In McClelland v. Barrett, 193 Kan. 203, 392 P.2d 951, this day decided, appropriate and controlling general rules were succinctly *221 stated to the effect that on appeal error is never presumed and the burden rests on the party alleging error to show it in the record, and further, a presumption of validity attaches to a judgment of the district court until the contrary is shown, and before this court will set aside such judgment, it must affirmatively appear the judgment is erroneous. (2 West's Kansas Digest, Appeal & Error, § 901; 1 Hatcher's Kansas Digest, rev. ed., Appeal & Error, § 538.) In addition, the error complained of must also prejudicially affect the substantial rights of the complaining party. (G.S. 1949, 60-3317.)

This court would have appreciated the courtesy and assistance plaintiff, appellee here, could have given had he seen fit to file a brief in this case and make an oral argument in support thereof. However, we are bound to recognize long-standing rules relative to the estoppel of defendants to raise the bar of the state of limitations here.

Defendants refer us to the very respectable decisions of Regier v. Amerada Petroleum Corp., 139 Kan. 177, 30 P.2d 136; Travis v. Glick, 150 Kan. 718, 96 P.2d 624; Collins v. Richardson, 168 Kan. 203, 212 P.2d 302; Siegel v. Hackler, Administrator, 181 Kan. 316, 310 P.2d 914, and we have no quarrel with the rules expressed therein, but thorough consideration thereof shows those cases to be distinguishable from the case at bar.

Defendants also call our attention to the recent case of Rex v. Warner, 183 Kan. 763, 332 P.2d 572. An equitable note and mortgage were the gist of that action. Plaintiff's petition therein clearly showed the statute of limitations had run but the effect was sought to be avoided on the ground the defendants were estopped to rely upon the statute of limitations. We held the facts alleged were not sufficient to invoke the doctrine of equitable estoppel in pais, and there stated:

"... to invoke the doctrine, the debtor or defendant must have done something that amounted to an affirmative inducement to plaintiff to delay bringing the action." (p. 771.)

While from a factual standpoint the Rex case is distinguishable from our present one, the above statement of the rule of law indicates there are exceptions to the application of statutes of limitation based upon equitable estoppel. Generally speaking, in equity where mistake is sought to be corrected, limitation statutes do not begin to run on the cause of action until the time when the *222 mistake is discovered or when by use of due diligence it ought to have been discovered. (34 Am. Jur., Limitation of Actions, § 174, p. 139.) This is particularly true where a mistake is the basis of the gravamen of the action (53 C.J.S., Limitations of Actions, § 91, b., p. 1067, c., p. 1069.) Mistake and fraud are closely akin to each other. To apply the doctrine of estoppel to defendants here upon the ground of the statute of limitations requires an element of deception upon which the plaintiff acted in good faith in reliance thereon to his prejudice whereby he failed to commence the action within the statutory period. Whether the acts, promises, or representations of defendants lulled plaintiff into a sense of security, preventing him from filing suit before the running of the statute is a question of fact. (34 Am. Jur., Limitation of Actions, § 412, pp. 324, 325.)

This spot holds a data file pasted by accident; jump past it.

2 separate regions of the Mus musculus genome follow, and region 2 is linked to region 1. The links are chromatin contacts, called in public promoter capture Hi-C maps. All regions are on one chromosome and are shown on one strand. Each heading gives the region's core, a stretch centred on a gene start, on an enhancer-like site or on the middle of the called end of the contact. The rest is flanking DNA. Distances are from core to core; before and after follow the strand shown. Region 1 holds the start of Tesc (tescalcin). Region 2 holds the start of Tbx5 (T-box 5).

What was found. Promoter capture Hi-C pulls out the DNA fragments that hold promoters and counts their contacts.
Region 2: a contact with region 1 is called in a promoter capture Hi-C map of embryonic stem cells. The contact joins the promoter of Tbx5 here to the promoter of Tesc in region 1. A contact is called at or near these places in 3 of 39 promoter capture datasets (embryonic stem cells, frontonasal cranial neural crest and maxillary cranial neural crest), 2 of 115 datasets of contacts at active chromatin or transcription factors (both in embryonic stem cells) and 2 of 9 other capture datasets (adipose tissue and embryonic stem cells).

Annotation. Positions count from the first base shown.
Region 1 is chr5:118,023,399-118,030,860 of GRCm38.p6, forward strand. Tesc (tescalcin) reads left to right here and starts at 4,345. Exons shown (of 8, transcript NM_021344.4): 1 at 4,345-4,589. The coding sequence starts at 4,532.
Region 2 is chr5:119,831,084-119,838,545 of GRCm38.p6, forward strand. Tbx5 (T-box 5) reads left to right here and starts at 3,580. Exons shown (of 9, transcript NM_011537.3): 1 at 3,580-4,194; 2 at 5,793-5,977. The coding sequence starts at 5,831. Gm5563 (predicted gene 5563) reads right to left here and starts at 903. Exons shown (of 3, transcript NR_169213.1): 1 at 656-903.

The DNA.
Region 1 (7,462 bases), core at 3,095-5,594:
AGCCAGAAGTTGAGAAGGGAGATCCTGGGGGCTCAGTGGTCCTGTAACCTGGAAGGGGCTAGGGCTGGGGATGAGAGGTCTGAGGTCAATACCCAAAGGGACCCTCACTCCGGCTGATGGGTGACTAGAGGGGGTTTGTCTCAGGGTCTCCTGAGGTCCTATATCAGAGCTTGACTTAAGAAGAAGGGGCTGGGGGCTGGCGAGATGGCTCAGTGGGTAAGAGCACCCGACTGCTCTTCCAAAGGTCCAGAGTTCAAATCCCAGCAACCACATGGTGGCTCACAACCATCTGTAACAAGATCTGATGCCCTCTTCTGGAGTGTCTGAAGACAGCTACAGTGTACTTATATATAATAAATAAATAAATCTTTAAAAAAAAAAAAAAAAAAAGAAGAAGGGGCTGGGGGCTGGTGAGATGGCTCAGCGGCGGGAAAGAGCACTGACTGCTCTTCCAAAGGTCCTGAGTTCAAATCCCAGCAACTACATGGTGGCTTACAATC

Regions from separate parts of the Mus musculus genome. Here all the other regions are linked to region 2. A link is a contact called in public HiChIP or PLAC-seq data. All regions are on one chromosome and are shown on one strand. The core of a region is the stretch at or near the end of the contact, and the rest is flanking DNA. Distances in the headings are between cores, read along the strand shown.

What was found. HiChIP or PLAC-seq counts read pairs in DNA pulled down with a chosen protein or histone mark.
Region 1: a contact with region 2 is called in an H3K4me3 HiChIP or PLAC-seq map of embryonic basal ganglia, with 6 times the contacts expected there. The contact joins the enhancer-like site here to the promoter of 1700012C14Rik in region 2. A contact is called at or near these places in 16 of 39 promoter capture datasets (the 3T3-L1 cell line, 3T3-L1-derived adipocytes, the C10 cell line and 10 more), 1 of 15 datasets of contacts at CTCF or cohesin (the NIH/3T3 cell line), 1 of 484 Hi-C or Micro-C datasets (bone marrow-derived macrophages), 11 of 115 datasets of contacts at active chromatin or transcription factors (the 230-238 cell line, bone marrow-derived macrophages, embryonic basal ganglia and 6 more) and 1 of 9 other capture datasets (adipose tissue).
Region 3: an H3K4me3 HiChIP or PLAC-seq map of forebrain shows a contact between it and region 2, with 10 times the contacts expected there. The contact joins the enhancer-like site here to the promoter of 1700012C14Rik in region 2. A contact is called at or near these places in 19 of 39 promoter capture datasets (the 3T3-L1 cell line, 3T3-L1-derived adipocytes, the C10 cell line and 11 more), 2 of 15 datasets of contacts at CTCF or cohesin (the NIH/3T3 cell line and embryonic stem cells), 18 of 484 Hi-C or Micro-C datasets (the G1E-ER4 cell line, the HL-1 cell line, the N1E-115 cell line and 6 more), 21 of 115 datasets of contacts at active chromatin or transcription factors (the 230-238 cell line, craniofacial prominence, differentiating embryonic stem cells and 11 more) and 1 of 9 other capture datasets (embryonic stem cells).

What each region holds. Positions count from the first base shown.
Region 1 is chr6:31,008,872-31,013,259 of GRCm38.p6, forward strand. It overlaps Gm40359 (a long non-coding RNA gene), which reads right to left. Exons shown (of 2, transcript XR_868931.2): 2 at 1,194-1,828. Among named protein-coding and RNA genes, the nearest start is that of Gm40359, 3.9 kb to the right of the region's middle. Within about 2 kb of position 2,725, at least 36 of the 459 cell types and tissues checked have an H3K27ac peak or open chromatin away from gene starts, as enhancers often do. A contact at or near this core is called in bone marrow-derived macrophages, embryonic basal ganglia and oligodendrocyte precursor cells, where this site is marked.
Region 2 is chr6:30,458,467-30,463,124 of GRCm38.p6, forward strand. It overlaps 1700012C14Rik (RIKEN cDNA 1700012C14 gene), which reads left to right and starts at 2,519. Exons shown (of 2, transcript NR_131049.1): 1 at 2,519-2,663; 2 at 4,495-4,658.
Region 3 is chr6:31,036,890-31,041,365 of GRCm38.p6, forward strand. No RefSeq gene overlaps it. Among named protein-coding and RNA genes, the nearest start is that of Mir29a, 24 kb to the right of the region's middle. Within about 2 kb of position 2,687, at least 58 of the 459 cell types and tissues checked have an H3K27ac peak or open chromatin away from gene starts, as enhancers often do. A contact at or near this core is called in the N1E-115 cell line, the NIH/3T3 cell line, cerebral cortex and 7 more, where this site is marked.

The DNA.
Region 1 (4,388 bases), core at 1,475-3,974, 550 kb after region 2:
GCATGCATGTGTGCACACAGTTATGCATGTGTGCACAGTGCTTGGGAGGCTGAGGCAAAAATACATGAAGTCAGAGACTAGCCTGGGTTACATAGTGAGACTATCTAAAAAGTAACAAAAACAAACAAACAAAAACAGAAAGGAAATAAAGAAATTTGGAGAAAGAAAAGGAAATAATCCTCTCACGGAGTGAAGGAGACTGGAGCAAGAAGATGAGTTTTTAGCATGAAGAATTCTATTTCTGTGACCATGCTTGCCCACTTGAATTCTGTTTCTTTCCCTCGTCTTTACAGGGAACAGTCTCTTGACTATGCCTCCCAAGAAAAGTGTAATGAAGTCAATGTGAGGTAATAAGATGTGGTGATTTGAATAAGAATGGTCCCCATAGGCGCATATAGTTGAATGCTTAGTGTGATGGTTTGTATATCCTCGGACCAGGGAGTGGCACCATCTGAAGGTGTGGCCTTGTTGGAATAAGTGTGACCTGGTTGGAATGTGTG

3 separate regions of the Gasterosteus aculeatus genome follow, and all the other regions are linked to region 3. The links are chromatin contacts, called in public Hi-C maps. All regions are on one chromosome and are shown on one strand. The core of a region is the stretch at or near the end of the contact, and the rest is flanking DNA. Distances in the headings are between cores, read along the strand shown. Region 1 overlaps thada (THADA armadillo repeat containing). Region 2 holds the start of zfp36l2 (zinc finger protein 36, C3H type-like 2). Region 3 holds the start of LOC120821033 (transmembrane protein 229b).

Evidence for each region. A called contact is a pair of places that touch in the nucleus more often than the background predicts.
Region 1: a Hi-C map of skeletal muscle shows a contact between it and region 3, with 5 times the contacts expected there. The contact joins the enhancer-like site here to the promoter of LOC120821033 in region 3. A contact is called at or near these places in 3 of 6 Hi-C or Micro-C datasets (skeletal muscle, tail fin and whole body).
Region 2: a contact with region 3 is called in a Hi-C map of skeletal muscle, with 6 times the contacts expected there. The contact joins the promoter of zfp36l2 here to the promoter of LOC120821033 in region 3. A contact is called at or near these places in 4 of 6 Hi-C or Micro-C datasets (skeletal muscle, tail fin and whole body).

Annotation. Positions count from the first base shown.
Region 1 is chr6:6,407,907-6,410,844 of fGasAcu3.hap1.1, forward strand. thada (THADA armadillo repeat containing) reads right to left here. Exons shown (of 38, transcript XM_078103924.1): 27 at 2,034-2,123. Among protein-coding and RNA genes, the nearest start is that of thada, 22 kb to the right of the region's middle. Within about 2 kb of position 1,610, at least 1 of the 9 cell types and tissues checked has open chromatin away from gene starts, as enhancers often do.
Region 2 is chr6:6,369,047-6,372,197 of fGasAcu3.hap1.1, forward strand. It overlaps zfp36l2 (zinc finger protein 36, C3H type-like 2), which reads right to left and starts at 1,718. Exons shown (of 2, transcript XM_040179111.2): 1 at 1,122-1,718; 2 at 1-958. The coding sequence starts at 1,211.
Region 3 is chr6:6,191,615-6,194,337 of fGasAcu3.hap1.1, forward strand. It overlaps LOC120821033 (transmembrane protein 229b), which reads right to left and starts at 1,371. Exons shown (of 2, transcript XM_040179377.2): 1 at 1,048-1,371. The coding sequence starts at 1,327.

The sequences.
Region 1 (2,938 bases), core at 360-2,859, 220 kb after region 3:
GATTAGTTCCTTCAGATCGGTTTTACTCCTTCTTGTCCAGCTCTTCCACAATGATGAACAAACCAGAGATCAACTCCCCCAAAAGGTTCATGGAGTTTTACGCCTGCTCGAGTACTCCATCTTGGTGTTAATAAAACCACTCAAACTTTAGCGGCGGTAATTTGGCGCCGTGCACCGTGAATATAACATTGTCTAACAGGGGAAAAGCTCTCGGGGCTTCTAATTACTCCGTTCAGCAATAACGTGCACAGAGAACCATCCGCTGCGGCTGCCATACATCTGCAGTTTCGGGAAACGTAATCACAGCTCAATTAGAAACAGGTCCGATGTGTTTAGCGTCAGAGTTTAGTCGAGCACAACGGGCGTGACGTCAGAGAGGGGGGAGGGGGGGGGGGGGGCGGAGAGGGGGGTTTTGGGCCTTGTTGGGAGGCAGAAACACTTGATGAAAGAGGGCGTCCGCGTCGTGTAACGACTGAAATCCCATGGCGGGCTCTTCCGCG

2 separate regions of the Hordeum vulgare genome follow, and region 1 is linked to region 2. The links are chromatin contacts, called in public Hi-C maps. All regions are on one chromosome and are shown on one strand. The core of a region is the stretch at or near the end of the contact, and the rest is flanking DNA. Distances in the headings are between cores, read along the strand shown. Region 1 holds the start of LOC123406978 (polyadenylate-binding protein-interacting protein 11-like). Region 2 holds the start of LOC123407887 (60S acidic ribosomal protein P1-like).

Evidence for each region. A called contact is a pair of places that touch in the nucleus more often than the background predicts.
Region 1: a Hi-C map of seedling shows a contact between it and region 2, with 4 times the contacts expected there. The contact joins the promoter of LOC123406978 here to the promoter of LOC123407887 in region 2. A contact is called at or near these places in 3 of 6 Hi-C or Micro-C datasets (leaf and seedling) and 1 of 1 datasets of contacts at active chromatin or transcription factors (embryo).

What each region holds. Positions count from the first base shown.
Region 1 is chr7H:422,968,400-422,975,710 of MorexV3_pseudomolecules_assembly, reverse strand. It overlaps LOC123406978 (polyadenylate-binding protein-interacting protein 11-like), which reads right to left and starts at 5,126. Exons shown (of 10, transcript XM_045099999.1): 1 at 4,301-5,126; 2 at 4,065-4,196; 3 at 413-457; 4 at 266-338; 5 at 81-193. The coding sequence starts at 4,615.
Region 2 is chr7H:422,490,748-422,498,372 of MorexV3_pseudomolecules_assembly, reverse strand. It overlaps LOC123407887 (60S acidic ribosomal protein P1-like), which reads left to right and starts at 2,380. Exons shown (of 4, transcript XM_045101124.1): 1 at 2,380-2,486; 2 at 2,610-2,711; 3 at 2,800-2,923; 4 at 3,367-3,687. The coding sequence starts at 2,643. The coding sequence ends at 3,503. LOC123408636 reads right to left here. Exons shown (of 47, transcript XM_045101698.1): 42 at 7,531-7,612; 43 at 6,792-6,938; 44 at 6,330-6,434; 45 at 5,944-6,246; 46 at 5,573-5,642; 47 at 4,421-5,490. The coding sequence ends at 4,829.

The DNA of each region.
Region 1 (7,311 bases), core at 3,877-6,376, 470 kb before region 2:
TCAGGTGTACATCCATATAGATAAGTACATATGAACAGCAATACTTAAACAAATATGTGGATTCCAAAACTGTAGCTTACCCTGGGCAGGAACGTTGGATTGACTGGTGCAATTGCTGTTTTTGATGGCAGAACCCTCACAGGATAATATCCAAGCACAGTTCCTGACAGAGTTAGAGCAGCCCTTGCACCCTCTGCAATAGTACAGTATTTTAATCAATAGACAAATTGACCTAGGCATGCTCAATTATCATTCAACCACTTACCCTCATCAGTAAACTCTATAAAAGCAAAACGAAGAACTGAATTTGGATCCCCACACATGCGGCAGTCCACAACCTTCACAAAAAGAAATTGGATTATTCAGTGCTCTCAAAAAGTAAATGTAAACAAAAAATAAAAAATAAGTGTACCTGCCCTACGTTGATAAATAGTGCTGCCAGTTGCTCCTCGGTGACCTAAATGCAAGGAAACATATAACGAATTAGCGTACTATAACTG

If a defendant, electing to rely on the statute of limitations, has previously by deception or in violation of his duty toward plaintiff, caused him to subject his claim to the statutory bar, defendant must be charged with having wrongfully obtained an advantage which the court will not allow him to hold, and this can be done by his silence when under an affirmative duty to speak. (53 C.J.S., Limitations of Actions, § 25, Estoppel, pp. 963, 964.)

In testing the propriety of the trial court's ruling on the demurrer herein, but not determinative of any issues affecting the merits of the case, we believe there are sufficient allegations in plaintiff's petition to allege an equitable estoppel against defendants' attempt to invoke the statute of limitations as a bar to plaintiff's cause of action. (Railway Co. v. Pratt, 73 Kan. 210, 85 Pac. 141; Safeway Stores v. Wilson, 190 Kan. 7, 372 P.2d 551; Farmers Mutual Automobiles Ins. Co. v. Dealers Auto Transport, 192 Kan. 678, 391 P.2d 307.)

We are convinced that defendants have failed to make it affirmatively appear the trial court's order prejudicially affected their substantial rights and such order, therefore, was correct.

Judgment affirmed.